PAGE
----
Hyundai Delivers Largest Ever Fleet of Fuel Cell Vehicles to Europe

Hyundai ix35 Fuel Cell 1 photo
Photo: Hyundai
If the battery-powered electric vehicles market is still growing up, the hydrogen fuel cell one hasn’t yet learned how to walk. Yet more and more manufacturers are coming up with new vehicles or conversions of existing ones that use liquid hydrogen as fuel.
The latest such example is Hyundai, the Korean company with an extraordinary ascension over the last few years that has just announced plans for a new luxury brand called Genesis. At the same time, they were extremely busy during last month delivering 50 more ix35 Fuel Cell cars to the European market.

This half a century of non-polluting cars come to fill the ranks next to the other over 200 already in use there, with the Korean hydrogen-powered EVs selling in no less than 13 European countries now.

The 50 new EVs will later find their way towards a series of private and corporate customers who have chosen this alternative power option over the long list of alternatives.

The ix35 Fuel Cell is the first hydrogen-powered car to be mass-produced and offered for sale in Europe. The existing fleet of ix35 Fuel Cell vehicles has already covered over 1.2 million kilometers (750,000 miles).

The idea of a car whose only emission is clean water sounds excellent, but there are still a few drawbacks, and they all have to do with the liquid hydrogen the fuel cell needs to operate. For one thing, the liquid hydrogen infrastructure is growing, but refueling these cars will still be a problem for the next few years. Then, there’s the whole debate of the liquid hydrogen manufacturing process, which is very high energy-demanding and also not so clean. Finally, the hydrogen needs to be highly pressurized in order to remain in liquid form, so fuel tanks are a huge potential hazard if punctured.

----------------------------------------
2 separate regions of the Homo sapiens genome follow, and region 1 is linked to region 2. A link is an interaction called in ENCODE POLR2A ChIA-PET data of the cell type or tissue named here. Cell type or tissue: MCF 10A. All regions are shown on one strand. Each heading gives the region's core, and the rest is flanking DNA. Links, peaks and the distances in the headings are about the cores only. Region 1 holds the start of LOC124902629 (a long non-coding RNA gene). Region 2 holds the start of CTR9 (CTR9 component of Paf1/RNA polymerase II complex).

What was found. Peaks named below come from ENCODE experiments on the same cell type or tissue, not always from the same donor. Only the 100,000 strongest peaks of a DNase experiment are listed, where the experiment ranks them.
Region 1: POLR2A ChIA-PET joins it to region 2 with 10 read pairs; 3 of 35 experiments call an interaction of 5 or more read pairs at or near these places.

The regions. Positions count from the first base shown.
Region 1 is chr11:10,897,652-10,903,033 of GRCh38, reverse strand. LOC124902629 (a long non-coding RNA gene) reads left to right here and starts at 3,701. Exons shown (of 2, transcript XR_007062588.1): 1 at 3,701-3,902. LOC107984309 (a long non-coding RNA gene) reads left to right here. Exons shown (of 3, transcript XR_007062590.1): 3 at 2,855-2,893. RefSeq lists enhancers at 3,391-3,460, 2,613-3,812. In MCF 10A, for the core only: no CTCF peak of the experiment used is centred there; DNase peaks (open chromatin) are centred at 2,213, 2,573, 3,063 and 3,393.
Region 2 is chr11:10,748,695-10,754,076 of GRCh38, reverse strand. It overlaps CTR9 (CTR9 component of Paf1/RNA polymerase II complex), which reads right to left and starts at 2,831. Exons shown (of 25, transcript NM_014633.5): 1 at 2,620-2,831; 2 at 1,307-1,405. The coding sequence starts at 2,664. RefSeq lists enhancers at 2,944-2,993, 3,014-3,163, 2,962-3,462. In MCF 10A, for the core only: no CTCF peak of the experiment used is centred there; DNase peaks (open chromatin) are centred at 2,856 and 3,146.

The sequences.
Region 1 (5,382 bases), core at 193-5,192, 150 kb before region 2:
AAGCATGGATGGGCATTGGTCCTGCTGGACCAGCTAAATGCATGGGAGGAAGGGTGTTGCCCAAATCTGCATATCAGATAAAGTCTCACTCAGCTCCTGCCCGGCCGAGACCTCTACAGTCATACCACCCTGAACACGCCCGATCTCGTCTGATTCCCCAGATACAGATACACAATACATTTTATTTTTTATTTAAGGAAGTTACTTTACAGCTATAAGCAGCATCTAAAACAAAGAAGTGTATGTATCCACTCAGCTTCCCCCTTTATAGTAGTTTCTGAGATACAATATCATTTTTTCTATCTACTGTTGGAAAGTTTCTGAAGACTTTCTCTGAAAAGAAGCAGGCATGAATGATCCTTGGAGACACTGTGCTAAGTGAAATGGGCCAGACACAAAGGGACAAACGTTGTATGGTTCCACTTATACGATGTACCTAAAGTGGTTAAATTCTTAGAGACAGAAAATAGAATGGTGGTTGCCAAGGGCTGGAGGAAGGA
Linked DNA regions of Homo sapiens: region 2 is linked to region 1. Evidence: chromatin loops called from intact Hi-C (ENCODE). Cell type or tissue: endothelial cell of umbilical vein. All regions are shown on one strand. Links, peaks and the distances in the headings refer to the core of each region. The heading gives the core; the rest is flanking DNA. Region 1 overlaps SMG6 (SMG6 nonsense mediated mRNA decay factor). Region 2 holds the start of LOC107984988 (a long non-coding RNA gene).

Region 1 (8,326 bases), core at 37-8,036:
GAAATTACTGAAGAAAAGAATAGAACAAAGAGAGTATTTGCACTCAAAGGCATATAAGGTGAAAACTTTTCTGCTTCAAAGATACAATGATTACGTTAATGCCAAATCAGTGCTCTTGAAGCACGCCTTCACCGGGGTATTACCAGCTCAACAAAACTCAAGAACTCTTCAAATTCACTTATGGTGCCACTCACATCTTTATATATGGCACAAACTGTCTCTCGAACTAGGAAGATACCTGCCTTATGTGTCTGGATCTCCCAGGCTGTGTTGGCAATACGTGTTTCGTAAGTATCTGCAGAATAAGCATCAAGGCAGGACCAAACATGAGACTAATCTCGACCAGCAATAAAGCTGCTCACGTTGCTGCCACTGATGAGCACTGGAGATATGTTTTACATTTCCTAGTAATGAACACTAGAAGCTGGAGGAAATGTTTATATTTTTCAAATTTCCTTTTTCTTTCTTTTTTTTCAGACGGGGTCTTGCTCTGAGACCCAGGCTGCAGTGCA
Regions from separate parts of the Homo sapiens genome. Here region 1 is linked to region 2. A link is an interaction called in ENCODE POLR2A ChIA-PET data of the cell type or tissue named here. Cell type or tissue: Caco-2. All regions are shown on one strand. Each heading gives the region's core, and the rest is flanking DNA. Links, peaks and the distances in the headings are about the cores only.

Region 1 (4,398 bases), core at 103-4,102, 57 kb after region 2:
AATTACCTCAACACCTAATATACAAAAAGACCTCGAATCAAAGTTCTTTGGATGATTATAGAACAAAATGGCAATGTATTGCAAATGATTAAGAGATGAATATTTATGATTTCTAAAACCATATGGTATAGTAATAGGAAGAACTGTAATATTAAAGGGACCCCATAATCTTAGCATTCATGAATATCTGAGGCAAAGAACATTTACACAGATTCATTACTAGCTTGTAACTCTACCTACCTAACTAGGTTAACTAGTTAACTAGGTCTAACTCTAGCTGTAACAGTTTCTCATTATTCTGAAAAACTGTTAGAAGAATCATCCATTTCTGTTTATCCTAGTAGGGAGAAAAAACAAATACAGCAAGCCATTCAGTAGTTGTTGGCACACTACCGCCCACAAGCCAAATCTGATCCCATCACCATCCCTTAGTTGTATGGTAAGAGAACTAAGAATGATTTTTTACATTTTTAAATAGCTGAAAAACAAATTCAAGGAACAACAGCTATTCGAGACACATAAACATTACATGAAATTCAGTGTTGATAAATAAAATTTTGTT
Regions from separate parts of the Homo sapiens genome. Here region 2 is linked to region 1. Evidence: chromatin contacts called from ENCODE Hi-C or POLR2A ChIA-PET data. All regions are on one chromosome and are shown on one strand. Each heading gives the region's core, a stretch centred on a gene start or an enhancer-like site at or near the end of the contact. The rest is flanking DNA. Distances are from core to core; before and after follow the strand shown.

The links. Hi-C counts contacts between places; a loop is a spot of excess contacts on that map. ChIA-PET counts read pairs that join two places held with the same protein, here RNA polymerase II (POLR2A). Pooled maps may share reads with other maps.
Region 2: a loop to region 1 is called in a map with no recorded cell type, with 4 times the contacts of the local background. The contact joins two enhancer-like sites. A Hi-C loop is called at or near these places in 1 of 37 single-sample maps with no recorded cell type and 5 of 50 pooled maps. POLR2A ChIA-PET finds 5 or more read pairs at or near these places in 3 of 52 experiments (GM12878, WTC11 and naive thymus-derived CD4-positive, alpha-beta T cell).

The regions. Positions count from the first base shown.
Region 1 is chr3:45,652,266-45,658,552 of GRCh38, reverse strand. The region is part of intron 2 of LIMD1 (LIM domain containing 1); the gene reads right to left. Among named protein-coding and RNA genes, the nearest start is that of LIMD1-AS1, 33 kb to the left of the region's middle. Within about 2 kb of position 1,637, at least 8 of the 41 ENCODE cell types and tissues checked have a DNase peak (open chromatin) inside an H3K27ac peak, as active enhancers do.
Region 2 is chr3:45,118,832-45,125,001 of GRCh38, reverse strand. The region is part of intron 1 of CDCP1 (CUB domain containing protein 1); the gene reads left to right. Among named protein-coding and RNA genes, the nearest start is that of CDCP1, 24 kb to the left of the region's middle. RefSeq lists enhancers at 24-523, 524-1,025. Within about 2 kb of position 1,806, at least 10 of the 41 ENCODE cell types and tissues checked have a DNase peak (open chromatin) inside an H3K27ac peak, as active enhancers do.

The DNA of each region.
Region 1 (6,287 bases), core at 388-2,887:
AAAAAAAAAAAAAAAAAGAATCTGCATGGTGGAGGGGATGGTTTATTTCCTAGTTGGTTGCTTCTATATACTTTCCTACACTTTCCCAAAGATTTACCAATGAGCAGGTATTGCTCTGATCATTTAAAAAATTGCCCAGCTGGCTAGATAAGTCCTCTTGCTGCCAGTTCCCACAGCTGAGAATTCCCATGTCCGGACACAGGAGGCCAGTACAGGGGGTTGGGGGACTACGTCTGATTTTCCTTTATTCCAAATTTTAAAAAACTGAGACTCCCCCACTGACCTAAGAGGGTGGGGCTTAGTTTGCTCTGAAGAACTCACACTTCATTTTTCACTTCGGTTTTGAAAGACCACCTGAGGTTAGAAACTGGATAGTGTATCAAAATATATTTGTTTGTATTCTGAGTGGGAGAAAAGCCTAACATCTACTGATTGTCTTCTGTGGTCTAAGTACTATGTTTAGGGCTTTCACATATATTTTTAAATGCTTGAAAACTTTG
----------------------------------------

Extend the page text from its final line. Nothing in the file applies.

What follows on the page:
Nevertheless, there are several carmakers pushing the technology across Europe, and Hyundai is one of them. In fact, Hyundai has plans to become a leading environmentally-friendly carmaker by 2020, and it has joined multiple initiatives aiming to spread the use of fuel cell vehicles by making the necessary resources more available to the actual owners of the cars.

The ix35 Fuel Cell has a 136 hp electric motor that can push the compact SUV to a top speed of 160 km/h (100 mph). A full tank of liquid hydrogen is enough for a maximum range of 600 km (373 miles), which is considerably more than what the best current battery-powered EV can offer.

While 50 vehicles in one month for a whole continent may not sound like much, it’s Hyundai’s determination that’s worth acknowledging, as well as the company’s future plans. We should expect much more in terms of alternative power from Hyundai in the few years left until 2020, then.
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About the author: Vlad Mitrache
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"Boy meets car, boy loves car, boy gets journalism degree and starts job writing and editing at a car magazine" - 5/5. (Vlad Mitrache if he was a movie)
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